Remember, you’re valuable. If they want to hire you, you’re not just going to work with or for them, you’re making valuable contributions to their company. By establishing what you should be making and letting it be known, you’re allowing potential employers the opportunity to ultimately pay you the wage you deserve.

Also noteworthy: steer clear of questions about your salary history if possible. Per Payscale, “some employers still ask for salary history during the hiring process. This is a bad idea for them and a bad idea for you. Your worth isn’t determined by how much your previous employer paid you. In fact, some cities have even enacted legislation making this question illegal in order to protect candidates (especially those who are female or people of color) from getting boxed into a low salary for their entire careers.”

Know Your Worth

excited female celebrating good news in front of laptop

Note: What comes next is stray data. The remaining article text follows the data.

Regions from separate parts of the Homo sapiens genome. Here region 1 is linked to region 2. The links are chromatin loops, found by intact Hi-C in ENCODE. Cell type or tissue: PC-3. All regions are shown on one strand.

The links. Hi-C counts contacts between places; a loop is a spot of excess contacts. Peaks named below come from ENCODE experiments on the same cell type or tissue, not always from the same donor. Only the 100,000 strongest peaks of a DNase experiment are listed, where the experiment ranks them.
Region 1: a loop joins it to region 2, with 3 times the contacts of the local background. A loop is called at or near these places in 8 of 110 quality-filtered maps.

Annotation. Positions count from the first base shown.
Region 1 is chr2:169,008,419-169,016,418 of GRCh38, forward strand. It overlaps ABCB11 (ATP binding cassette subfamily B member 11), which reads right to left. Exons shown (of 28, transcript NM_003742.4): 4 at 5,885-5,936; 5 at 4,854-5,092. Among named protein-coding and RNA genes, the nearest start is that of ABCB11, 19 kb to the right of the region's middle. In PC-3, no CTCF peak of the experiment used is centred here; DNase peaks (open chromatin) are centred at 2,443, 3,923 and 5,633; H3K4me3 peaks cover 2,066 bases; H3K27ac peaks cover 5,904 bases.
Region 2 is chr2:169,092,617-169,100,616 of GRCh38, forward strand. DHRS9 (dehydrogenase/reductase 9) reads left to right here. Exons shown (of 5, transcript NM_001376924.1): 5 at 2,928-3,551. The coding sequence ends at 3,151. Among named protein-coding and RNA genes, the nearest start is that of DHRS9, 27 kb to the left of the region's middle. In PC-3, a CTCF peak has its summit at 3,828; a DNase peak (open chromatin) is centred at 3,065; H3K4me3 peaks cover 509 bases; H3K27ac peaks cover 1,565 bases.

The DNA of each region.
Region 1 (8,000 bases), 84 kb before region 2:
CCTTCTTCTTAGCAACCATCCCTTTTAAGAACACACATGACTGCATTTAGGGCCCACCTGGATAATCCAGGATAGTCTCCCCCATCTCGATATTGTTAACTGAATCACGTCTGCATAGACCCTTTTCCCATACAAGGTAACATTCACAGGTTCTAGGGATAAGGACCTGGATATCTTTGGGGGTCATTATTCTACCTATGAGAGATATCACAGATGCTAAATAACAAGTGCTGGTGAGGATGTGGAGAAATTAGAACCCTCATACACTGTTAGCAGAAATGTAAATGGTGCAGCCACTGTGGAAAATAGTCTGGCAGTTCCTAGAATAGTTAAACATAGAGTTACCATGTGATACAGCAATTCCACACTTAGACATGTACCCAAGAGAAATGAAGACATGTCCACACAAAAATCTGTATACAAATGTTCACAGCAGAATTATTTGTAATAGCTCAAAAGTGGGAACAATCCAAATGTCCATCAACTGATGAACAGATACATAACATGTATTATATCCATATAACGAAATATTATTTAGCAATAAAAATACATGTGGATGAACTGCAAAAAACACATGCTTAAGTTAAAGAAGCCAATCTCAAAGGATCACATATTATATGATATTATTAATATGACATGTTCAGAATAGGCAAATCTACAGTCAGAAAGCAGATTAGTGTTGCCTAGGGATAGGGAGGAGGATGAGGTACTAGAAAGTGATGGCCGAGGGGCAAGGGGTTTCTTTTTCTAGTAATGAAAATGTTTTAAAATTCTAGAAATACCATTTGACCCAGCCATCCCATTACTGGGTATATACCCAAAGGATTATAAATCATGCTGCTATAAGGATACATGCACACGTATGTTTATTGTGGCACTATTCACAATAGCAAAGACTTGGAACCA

One important thing the interviewer and interviewee have in common is that they’re looking for a salary match. Chances are, you both have a certain amount of undisclosed wiggle room, but everyone can only budge so much. The sooner you discuss salary, the sooner you both can decide if you should continue pursuing the opportunity or not waste any more time and move on. But don’t jump the gun.

Compensation is always about much more than just salary. When it comes down to it, the main question you’re being asked in an interview is “why should we invest in you?” And it’s always the first question you should focus on answering, no matter what they ask. With enough preparation, you’ll be fully prepared to answer salary questions; you’ll know the going rate and what your contributions are worth. And if you’re willing to negotiate (and you should be), you’ll find out how much they’re willing to pay and maybe even get exactly what you’re looking for.

Read more: How to Ask For a Raise 101